The film tells the inspiring true story of how Nelson Mandela joined forces with the captain of South Africa's rugby team to help unite their country. Newly elected President Mandela knows his nation remains racially and economically divided in the wake of apartheid. Believing he can bring his people together through the universal...
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The film tells the inspiring true story of how Nelson Mandela joined forces with the captain of South Africa's rugby team to help unite their country. Newly elected President Mandela knows his nation remains racially and economically divided in the wake of apartheid. Believing he can bring his people together through the universal language of sport, Mandela rallies South Africa's underdog rugby team as they make an unlikely run to the 1995 World Cup Championship match.
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Clint Eastwood's annual Oscar pitch has become something of a holiday tradition which, depending on one's tastes, is anticipated with either delight or dread. But Clint's latest directorial effort, Invictus, is clearly fashioned more as a crowd-pleaser than a critical darling. It's true shape and intent is, in fact, akin to that of a traditional underdog sports flick, albeit one in which the charismatic coach who stirs a rag-tag team to victory just happens to be a Nobel Peace Prize winner.
Based on the true story of South Africa's improbable triumph in the 1995 Rugby World Cup — an upset on par with the U.S. hockey team's "Miracle on Ice" victory over the Soviets, or Daniel Larusso's defeat of Johnny Lawrence in the All Valley Karate Championship — Invictus traces the unlikely bond formed between national team captain Francois Pienaar (Matt Damon) and his country's newly elected president, Nelson Mandela (Morgan Freeman), who eyed the tournament as an chance to bridge the icy chasm between whites and blacks in the volatile early days of the post-apartheid era.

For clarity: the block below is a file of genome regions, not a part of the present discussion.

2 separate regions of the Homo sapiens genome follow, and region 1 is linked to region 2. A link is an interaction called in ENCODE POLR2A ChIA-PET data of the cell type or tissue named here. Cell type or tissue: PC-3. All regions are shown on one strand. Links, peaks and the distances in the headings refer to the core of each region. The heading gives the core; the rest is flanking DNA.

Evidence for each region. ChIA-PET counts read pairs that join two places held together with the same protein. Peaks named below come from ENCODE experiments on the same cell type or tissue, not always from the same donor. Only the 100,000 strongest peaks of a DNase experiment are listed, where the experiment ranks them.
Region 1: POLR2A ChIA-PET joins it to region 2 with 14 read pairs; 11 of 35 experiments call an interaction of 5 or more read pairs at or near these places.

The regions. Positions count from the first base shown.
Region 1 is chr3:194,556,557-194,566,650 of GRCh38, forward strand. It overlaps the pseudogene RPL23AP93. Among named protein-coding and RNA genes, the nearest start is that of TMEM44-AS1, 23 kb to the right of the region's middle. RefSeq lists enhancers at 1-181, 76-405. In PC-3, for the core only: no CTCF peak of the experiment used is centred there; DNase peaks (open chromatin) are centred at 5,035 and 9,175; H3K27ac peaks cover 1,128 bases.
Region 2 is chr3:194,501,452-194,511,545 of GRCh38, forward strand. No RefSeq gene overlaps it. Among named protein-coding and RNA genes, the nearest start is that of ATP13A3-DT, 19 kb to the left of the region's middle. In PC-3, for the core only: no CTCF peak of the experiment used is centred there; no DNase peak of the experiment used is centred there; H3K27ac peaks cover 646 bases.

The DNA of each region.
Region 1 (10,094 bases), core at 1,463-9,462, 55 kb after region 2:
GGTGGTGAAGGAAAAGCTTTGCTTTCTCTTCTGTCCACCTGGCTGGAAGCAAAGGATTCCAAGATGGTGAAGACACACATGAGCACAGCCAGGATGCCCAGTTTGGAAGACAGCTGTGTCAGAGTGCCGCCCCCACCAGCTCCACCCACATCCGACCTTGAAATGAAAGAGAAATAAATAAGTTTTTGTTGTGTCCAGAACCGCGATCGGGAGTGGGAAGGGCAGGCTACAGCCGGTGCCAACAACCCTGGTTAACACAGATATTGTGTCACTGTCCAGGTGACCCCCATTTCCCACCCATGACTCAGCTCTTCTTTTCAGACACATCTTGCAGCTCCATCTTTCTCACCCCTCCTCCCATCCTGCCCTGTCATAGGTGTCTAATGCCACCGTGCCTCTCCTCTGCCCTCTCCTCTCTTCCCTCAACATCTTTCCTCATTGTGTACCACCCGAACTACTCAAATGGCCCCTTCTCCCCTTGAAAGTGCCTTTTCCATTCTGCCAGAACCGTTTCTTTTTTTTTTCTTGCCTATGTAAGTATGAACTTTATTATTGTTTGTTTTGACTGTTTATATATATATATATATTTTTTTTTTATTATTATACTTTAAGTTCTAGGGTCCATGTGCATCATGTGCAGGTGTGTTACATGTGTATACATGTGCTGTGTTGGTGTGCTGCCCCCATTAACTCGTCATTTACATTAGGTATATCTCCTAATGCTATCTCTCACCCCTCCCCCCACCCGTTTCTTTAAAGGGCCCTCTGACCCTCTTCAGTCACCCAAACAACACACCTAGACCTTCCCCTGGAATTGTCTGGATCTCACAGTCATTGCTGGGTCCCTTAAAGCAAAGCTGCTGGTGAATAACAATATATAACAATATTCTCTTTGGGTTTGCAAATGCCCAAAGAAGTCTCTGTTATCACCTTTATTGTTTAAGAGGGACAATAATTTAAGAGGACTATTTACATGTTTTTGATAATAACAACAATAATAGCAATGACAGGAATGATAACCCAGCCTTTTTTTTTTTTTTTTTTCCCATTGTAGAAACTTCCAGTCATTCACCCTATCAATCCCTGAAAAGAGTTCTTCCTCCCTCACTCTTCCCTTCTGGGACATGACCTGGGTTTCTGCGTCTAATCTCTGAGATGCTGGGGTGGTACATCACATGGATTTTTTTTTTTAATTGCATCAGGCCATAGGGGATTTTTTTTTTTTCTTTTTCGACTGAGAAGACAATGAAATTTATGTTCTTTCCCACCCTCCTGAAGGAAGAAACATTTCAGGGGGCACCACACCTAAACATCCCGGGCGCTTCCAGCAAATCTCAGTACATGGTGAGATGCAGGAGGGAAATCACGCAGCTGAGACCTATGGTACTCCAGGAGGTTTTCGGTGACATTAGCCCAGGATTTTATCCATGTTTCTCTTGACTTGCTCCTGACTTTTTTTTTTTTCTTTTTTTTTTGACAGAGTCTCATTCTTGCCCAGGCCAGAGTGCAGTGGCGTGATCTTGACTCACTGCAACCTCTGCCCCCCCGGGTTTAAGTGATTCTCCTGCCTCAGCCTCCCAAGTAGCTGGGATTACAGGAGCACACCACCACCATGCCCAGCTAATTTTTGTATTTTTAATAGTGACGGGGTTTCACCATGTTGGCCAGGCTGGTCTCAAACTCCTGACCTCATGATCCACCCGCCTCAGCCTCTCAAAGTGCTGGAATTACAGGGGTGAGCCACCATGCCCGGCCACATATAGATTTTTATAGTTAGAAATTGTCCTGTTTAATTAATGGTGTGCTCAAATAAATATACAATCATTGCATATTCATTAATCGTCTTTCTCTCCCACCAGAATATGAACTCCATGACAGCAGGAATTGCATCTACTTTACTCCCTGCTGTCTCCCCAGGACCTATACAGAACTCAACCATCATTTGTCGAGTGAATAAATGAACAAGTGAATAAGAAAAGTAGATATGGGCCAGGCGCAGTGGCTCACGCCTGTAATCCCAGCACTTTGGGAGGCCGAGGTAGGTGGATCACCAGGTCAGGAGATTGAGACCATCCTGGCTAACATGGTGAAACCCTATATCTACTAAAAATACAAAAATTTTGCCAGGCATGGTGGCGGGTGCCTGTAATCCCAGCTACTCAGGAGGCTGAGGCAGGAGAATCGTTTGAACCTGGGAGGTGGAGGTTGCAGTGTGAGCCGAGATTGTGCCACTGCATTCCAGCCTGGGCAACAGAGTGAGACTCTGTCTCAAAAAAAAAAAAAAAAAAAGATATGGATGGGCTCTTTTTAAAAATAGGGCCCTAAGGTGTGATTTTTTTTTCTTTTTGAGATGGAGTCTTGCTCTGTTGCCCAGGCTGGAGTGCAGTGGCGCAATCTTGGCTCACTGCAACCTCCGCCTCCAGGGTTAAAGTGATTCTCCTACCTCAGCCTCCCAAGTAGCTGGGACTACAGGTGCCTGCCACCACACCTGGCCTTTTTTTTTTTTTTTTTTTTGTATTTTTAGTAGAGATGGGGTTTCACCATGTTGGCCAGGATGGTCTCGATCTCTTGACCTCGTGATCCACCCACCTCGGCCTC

Initially, of course, the team's chances appear meager, as do its prospects at gaining the support of South Africa's long-suffering blacks, who largely despise rugby as the sport of the colonizers, an ugly remnant of a bygone era. (The lone exception to their disdain is Chester Williams, the team's lone black player.) But Mandela, unwavering in his quiet conviction, presses forward, as does his earnest disciple, Pienaar. And by the time the Springboks (as the team's players are known) take to the pitch to battle New Zealand's vaunted All-Blacks in the World Cup championship, an entire nation stands behind them, cheering them on.
As are we. It's a conventional story arc, and while Eastwood can't avoid all of the cliches and overly-saccharine moments that so often characterize underdog sports flicks, he demonstrates enough restraint to keep things credible, and as Invictus speeds toward its rousing and triumphant finish, it's impossible not to get swept up in the soul-stirring action.
Much of the credit for that achievement is owed to Freeman, who is superb as the saintly Mandela, though the role doesn't necessarily require much range. He's the film's Mr. Miyagi, wise and perpetually serene as he dispenses priceless tidbits of fortune-cookie wisdom to everyone he encounters, treated with reverence by his co-stars and director alike. Those looking for a more in-depth, probing account of Mandela's complicated life might wish to look elsewhere. Invictus is not a biopic; it's an absorbing, jubilant tale about the healing power of sport.
Hollywood.com rated this film 3 1/2 stars.
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